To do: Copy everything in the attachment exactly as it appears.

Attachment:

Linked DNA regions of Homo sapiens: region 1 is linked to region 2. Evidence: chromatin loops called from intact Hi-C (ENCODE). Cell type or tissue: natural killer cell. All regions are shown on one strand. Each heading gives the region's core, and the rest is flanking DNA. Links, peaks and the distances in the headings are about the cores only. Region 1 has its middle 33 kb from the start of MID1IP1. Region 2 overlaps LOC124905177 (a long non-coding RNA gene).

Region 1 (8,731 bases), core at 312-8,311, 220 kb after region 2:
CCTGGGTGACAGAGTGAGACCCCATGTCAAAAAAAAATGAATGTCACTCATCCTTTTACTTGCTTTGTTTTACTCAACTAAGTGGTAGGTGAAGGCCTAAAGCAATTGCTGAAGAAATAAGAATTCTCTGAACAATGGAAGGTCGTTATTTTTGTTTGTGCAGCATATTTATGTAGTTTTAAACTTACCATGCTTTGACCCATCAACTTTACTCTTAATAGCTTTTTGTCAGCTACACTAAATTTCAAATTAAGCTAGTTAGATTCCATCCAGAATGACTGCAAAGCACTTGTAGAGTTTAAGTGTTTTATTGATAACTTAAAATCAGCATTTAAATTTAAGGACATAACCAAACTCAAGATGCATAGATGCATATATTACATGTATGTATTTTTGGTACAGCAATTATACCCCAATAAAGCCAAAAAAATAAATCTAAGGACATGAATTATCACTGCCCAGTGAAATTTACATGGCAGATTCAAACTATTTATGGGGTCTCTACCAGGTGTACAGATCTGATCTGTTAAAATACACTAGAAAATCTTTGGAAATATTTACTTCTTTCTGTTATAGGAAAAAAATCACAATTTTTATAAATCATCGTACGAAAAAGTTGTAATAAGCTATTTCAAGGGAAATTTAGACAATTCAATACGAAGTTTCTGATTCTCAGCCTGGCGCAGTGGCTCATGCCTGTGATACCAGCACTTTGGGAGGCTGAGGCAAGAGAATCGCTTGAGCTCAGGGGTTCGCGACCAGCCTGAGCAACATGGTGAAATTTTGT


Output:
Linked DNA regions of Homo sapiens: region 1 is linked to region 2. Evidence: chromatin loops called from intact Hi-C (ENCODE). Cell type or tissue: natural killer cell. All regions are shown on one strand. Each heading gives the region's core, and the rest is flanking DNA. Links, peaks and the distances in the headings are about the cores only. Region 1 has its middle 33 kb from the start of MID1IP1. Region 2 overlaps LOC124905177 (a long non-coding RNA gene).

Region 1 (8,731 bases), core at 312-8,311, 220 kb after region 2:
CCTGGGTGACAGAGTGAGACCCCATGTCAAAAAAAAATGAATGTCACTCATCCTTTTACTTGCTTTGTTTTACTCAACTAAGTGGTAGGTGAAGGCCTAAAGCAATTGCTGAAGAAATAAGAATTCTCTGAACAATGGAAGGTCGTTATTTTTGTTTGTGCAGCATATTTATGTAGTTTTAAACTTACCATGCTTTGACCCATCAACTTTACTCTTAATAGCTTTTTGTCAGCTACACTAAATTTCAAATTAAGCTAGTTAGATTCCATCCAGAATGACTGCAAAGCACTTGTAGAGTTTAAGTGTTTTATTGATAACTTAAAATCAGCATTTAAATTTAAGGACATAACCAAACTCAAGATGCATAGATGCATATATTACATGTATGTATTTTTGGTACAGCAATTATACCCCAATAAAGCCAAAAAAATAAATCTAAGGACATGAATTATCACTGCCCAGTGAAATTTACATGGCAGATTCAAACTATTTATGGGGTCTCTACCAGGTGTACAGATCTGATCTGTTAAAATACACTAGAAAATCTTTGGAAATATTTACTTCTTTCTGTTATAGGAAAAAAATCACAATTTTTATAAATCATCGTACGAAAAAGTTGTAATAAGCTATTTCAAGGGAAATTTAGACAATTCAATACGAAGTTTCTGATTCTCAGCCTGGCGCAGTGGCTCATGCCTGTGATACCAGCACTTTGGGAGGCTGAGGCAAGAGAATCGCTTGAGCTCAGGGGTTCGCGACCAGCCTGAGCAACATGGTGAAATTTTGT